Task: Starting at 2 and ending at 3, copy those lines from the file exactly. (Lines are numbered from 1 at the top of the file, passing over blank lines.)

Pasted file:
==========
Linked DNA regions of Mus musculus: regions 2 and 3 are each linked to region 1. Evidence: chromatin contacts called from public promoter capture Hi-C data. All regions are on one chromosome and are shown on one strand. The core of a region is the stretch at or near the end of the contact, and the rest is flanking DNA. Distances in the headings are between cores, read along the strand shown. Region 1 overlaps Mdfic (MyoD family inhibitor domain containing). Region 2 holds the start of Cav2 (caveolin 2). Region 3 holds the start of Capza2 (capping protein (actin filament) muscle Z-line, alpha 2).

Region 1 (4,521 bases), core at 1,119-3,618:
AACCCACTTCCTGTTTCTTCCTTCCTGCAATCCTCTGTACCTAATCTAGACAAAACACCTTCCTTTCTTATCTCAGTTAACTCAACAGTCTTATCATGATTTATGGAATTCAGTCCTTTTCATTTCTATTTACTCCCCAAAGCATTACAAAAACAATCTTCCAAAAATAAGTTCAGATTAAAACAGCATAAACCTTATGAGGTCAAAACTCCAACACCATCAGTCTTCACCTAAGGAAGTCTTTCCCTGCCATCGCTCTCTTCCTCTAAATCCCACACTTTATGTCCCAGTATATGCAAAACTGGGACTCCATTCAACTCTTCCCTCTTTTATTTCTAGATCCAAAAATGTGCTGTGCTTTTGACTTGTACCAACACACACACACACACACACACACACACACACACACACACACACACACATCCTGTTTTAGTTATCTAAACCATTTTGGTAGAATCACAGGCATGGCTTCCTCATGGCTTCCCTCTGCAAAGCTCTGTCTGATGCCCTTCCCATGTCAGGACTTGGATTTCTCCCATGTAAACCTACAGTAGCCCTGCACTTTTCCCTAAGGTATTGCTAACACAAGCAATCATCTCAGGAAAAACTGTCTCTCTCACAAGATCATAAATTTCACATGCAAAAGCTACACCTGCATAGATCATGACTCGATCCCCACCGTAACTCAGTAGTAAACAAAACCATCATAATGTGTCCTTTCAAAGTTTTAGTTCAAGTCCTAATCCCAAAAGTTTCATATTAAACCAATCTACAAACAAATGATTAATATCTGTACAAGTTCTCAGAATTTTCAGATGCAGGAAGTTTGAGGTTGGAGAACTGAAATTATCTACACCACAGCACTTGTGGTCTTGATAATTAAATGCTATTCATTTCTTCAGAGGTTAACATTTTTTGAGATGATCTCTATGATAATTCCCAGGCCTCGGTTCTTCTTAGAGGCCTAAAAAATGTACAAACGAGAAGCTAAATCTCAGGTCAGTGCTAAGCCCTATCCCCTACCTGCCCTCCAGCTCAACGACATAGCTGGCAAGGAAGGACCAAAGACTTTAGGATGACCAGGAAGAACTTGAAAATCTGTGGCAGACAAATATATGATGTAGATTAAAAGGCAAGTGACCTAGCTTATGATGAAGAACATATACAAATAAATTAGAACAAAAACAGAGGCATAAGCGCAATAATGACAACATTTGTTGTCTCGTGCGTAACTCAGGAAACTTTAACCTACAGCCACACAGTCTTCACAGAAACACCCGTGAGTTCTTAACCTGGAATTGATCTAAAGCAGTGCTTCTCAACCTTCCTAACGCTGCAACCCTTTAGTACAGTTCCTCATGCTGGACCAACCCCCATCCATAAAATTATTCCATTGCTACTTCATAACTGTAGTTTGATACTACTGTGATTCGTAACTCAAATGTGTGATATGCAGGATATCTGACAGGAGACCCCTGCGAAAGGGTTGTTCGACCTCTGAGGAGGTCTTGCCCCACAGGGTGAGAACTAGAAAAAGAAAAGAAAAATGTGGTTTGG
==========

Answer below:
Region 1 (4,521 bases), core at 1,119-3,618:
AACCCACTTCCTGTTTCTTCCTTCCTGCAATCCTCTGTACCTAATCTAGACAAAACACCTTCCTTTCTTATCTCAGTTAACTCAACAGTCTTATCATGATTTATGGAATTCAGTCCTTTTCATTTCTATTTACTCCCCAAAGCATTACAAAAACAATCTTCCAAAAATAAGTTCAGATTAAAACAGCATAAACCTTATGAGGTCAAAACTCCAACACCATCAGTCTTCACCTAAGGAAGTCTTTCCCTGCCATCGCTCTCTTCCTCTAAATCCCACACTTTATGTCCCAGTATATGCAAAACTGGGACTCCATTCAACTCTTCCCTCTTTTATTTCTAGATCCAAAAATGTGCTGTGCTTTTGACTTGTACCAACACACACACACACACACACACACACACACACACACACACACACACACATCCTGTTTTAGTTATCTAAACCATTTTGGTAGAATCACAGGCATGGCTTCCTCATGGCTTCCCTCTGCAAAGCTCTGTCTGATGCCCTTCCCATGTCAGGACTTGGATTTCTCCCATGTAAACCTACAGTAGCCCTGCACTTTTCCCTAAGGTATTGCTAACACAAGCAATCATCTCAGGAAAAACTGTCTCTCTCACAAGATCATAAATTTCACATGCAAAAGCTACACCTGCATAGATCATGACTCGATCCCCACCGTAACTCAGTAGTAAACAAAACCATCATAATGTGTCCTTTCAAAGTTTTAGTTCAAGTCCTAATCCCAAAAGTTTCATATTAAACCAATCTACAAACAAATGATTAATATCTGTACAAGTTCTCAGAATTTTCAGATGCAGGAAGTTTGAGGTTGGAGAACTGAAATTATCTACACCACAGCACTTGTGGTCTTGATAATTAAATGCTATTCATTTCTTCAGAGGTTAACATTTTTTGAGATGATCTCTATGATAATTCCCAGGCCTCGGTTCTTCTTAGAGGCCTAAAAAATGTACAAACGAGAAGCTAAATCTCAGGTCAGTGCTAAGCCCTATCCCCTACCTGCCCTCCAGCTCAACGACATAGCTGGCAAGGAAGGACCAAAGACTTTAGGATGACCAGGAAGAACTTGAAAATCTGTGGCAGACAAATATATGATGTAGATTAAAAGGCAAGTGACCTAGCTTATGATGAAGAACATATACAAATAAATTAGAACAAAAACAGAGGCATAAGCGCAATAATGACAACATTTGTTGTCTCGTGCGTAACTCAGGAAACTTTAACCTACAGCCACACAGTCTTCACAGAAACACCCGTGAGTTCTTAACCTGGAATTGATCTAAAGCAGTGCTTCTCAACCTTCCTAACGCTGCAACCCTTTAGTACAGTTCCTCATGCTGGACCAACCCCCATCCATAAAATTATTCCATTGCTACTTCATAACTGTAGTTTGATACTACTGTGATTCGTAACTCAAATGTGTGATATGCAGGATATCTGACAGGAGACCCCTGCGAAAGGGTTGTTCGACCTCTGAGGAGGTCTTGCCCCACAGGGTGAGAACTAGAAAAAGAAAAGAAAAATGTGGTTTGG